I've been file swapping for years. It's how I discovered Ani DeFranco, Modest Mouse, Franz Ferdinand, Paul Westerberg, The Secret Machines. I got a hold of a handful of tracks from each, then went out to grab a CD or two or three.

In fact, the only artists who have to "worry" about file swapping are the crappy ones. The ones who put out entire albums that only have one snappy radio song that gets so much play that you figure you'll listen to it until you get sick of it and then delete it. Highly combustible. So you grab your sticky pop crap from Ashlee Simpson or Britney Spears. Repeat until sick, then never listen to again. These are the sorts of people who should really only be making money from touring anyway. They're entertainers, not singers, not artists.

As a writer, I used to be a violent defender of copyright. I was of the Harlan Ellison school of copyright: don't steal my stuff, you bitches! Don't post it anywhere! Don't give it your friends! Squeeze out every dime!

My view changed in South Africa, when I realized that music, books, media, wasn't cheap. And what that meant was that 80% of the population of an entire country was pretty much denied access to 80% of that country's media, and the media of the world. And all of the thoughts, ideas, and feelings those media contained.

And I saw that as doing the world a vast, vast disservice. Reserving all the knowledge in the world for a handful of elite.

In fact, this is why India doesn't really have copyright laws. China loves to steal stuff all the time. The idea is that by putting a monetary value to thoughts and ideas, you're limiting the dissemenation of those ideas. It's like education: it should be free for all.

However, all that said, I'm very clear on one point: if somebody reposts something of mine; a short story, blog entries, I want them credited to me, and I don't want that person making money off my words. That's it. That's my only rule. Swap my stuff around like crazy. That's why it's here. But you better not be selling pamphlets full of it without my permission, and you better not be saying you wrote it. That's a matter of politeness. It's just rude to steal shit and claim it's yours. Basic English 101 stuff.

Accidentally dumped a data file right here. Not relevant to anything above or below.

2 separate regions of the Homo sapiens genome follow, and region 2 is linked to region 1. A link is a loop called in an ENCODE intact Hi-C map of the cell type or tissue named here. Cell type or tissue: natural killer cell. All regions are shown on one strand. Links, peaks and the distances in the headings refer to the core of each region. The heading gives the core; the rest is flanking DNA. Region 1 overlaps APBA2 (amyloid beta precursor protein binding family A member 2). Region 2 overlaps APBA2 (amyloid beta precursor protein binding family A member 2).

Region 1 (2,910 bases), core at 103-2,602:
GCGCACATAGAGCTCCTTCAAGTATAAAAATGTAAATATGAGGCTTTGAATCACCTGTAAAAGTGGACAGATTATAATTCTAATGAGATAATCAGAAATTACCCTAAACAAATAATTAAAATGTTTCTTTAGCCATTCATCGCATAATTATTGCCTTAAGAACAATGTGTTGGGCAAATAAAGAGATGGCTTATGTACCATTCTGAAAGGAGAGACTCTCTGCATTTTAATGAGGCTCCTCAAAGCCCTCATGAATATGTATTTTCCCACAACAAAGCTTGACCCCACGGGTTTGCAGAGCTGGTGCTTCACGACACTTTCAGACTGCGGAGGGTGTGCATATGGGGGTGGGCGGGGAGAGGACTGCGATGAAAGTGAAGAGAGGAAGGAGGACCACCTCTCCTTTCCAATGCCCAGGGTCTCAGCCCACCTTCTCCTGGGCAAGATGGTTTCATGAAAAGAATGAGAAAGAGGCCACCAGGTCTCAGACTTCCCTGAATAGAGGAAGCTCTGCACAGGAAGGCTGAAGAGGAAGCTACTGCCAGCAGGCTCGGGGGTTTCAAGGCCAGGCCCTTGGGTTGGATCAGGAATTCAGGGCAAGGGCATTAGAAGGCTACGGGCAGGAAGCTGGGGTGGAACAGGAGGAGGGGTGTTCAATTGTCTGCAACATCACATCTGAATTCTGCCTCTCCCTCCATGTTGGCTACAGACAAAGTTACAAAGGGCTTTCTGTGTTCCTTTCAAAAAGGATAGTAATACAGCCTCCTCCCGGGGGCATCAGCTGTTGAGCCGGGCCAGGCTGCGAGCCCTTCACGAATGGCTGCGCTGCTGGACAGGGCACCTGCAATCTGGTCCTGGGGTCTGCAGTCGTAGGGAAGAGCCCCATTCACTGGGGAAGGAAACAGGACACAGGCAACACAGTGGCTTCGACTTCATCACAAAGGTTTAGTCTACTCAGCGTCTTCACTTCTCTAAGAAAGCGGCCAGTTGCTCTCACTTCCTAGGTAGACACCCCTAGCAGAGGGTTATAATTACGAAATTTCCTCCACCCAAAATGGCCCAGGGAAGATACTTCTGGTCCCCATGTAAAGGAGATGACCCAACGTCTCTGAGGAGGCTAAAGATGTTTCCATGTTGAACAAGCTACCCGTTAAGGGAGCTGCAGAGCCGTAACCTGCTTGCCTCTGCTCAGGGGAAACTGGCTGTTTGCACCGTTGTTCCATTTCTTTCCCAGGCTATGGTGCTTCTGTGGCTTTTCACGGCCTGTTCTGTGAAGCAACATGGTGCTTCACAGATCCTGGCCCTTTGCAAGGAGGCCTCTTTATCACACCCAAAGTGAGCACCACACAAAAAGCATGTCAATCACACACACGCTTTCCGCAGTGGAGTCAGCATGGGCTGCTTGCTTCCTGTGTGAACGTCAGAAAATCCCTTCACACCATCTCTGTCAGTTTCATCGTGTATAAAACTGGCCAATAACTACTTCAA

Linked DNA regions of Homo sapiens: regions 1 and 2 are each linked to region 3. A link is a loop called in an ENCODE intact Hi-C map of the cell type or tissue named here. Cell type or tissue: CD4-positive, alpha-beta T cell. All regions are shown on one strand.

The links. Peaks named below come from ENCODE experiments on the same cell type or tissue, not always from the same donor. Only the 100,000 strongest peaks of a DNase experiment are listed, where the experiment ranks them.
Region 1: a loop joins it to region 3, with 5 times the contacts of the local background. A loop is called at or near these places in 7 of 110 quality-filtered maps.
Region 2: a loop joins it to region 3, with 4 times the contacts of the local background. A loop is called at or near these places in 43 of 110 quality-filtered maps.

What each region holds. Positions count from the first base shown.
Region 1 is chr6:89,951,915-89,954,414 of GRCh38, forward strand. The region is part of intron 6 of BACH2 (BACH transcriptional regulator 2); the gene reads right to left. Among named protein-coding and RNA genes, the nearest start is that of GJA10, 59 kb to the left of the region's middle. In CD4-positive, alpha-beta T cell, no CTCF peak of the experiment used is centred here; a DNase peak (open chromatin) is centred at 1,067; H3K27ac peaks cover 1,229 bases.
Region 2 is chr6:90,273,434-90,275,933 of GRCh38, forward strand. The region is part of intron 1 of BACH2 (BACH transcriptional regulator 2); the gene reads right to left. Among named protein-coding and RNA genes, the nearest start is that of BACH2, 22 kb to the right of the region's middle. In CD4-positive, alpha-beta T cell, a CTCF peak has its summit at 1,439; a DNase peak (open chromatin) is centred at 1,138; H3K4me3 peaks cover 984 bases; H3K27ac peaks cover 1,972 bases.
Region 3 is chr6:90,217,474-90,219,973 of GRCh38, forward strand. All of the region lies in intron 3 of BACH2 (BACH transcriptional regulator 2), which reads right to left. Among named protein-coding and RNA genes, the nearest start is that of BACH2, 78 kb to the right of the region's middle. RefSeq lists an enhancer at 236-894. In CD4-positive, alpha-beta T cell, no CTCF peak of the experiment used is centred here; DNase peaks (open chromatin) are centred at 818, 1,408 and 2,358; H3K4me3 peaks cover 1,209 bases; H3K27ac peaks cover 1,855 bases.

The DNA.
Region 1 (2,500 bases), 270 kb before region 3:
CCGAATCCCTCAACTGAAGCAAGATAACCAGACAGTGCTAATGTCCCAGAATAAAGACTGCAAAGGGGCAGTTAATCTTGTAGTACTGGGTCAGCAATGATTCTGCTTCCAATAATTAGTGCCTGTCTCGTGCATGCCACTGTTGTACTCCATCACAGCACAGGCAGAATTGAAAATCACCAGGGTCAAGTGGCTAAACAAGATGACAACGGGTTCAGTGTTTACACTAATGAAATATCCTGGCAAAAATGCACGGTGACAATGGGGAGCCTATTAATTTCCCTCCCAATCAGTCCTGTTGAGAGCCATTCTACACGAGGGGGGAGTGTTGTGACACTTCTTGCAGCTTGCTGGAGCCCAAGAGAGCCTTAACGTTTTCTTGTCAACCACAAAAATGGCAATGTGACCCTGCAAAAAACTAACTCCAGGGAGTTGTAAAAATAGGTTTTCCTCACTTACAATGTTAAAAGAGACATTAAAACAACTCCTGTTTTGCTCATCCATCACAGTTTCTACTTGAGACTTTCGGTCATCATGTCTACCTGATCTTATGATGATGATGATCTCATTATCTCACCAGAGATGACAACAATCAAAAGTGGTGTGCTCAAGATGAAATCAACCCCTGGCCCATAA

As a writer, I think, your ultimate goal is audience. Do I want to make money writing? Do I want to get paid for it? Would I love a book contract that would pay off my student loans and pay for grad school? You fucking bet I do.

But I will not jealously hoard ideas. I will not demand that everybody at LJ pay me money for quoting my posts or stories in their entirety. In fact, my deepest thrill yesterday was backtracking to those LJs where they'd included huge excerpts or entire posts and as I'd scroll through them I'd go, "Wow. This is really well written. Whoever wrote this... oh, shit, that was *me*."

I love the internet. I love that it allows for the free flow of information and ideas. Yea, sure, it ends up being a little bit like the game "telephone," when you put it "Lucy likes little trucks with lots of ducks," and it came out, "Oh, fuck," at the other end.

But there's something incredibly powerful about reaching a thousand people (or ten thousand or ten million) freely. If you're any good, you can find a way to support yourself that way, as many writers and bloggers do, either by selling their books and stories via their blog, or fundraising for site upkeep.

And when you talk about swapping music, movies... The Lord of the Rings was not harmed in any way by file swapping. Those pirates who have the whole version on their computer with the 1 tetrabyte of space have also bought all three of the extended editions of the film.

What file swapping forces the media to do is be better. It makes their art worth paying for. I just put down $30 for Catherynne Valente's The Labyrinth, and $30 for Jonathan Strange and Dr. Norrell. And not only did I pay to buy Good People Who Love Bad News, but Jenn picked up her own copy as well... even though we'd all but collected the entirety of the album through other means.

When shit is really fucking good, you'll put down the money for it.

When it's not... well, those are the people who are really, really worried right now.